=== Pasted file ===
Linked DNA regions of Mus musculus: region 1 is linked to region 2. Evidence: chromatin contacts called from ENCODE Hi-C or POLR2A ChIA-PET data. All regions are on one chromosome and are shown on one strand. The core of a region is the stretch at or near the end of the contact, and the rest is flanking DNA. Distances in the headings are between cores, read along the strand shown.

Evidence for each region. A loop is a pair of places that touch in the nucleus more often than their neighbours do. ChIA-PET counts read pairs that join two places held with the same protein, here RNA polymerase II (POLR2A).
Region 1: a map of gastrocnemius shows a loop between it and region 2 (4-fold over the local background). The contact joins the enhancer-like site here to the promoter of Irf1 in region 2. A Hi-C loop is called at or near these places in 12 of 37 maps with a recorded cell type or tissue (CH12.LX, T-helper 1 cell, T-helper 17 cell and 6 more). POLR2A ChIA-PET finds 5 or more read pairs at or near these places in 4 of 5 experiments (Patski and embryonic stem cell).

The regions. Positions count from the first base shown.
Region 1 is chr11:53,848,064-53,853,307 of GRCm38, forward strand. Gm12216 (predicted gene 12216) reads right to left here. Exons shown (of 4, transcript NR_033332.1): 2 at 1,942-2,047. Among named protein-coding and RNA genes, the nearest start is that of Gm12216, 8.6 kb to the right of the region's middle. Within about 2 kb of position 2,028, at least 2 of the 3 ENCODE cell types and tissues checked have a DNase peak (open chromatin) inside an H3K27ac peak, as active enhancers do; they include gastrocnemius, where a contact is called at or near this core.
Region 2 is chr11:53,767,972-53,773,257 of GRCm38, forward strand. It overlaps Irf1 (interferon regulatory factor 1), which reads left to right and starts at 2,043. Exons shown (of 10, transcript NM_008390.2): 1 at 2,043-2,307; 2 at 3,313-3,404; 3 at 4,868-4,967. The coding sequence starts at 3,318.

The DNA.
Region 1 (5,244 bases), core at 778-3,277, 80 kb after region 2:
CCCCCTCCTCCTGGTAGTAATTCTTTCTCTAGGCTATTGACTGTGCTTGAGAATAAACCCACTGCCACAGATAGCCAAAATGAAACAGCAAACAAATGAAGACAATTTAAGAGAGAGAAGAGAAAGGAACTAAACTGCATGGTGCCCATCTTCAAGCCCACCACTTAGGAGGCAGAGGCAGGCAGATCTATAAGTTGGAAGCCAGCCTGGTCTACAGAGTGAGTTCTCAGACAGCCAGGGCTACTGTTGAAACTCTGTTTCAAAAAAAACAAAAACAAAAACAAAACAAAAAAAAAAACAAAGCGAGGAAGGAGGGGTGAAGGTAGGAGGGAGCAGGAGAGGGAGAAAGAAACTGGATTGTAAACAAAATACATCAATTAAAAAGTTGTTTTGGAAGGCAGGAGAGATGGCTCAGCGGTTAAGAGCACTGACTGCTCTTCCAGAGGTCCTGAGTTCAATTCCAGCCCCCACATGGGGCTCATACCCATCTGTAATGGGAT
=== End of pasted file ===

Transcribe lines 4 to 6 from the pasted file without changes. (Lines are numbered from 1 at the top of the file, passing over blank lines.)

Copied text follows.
The regions. Positions count from the first base shown.
Region 1 is chr11:53,848,064-53,853,307 of GRCm38, forward strand. Gm12216 (predicted gene 12216) reads right to left here. Exons shown (of 4, transcript NR_033332.1): 2 at 1,942-2,047. Among named protein-coding and RNA genes, the nearest start is that of Gm12216, 8.6 kb to the right of the region's middle. Within about 2 kb of position 2,028, at least 2 of the 3 ENCODE cell types and tissues checked have a DNase peak (open chromatin) inside an H3K27ac peak, as active enhancers do; they include gastrocnemius, where a contact is called at or near this core.
Region 2 is chr11:53,767,972-53,773,257 of GRCm38, forward strand. It overlaps Irf1 (interferon regulatory factor 1), which reads left to right and starts at 2,043. Exons shown (of 10, transcript NM_008390.2): 1 at 2,043-2,307; 2 at 3,313-3,404; 3 at 4,868-4,967. The coding sequence starts at 3,318.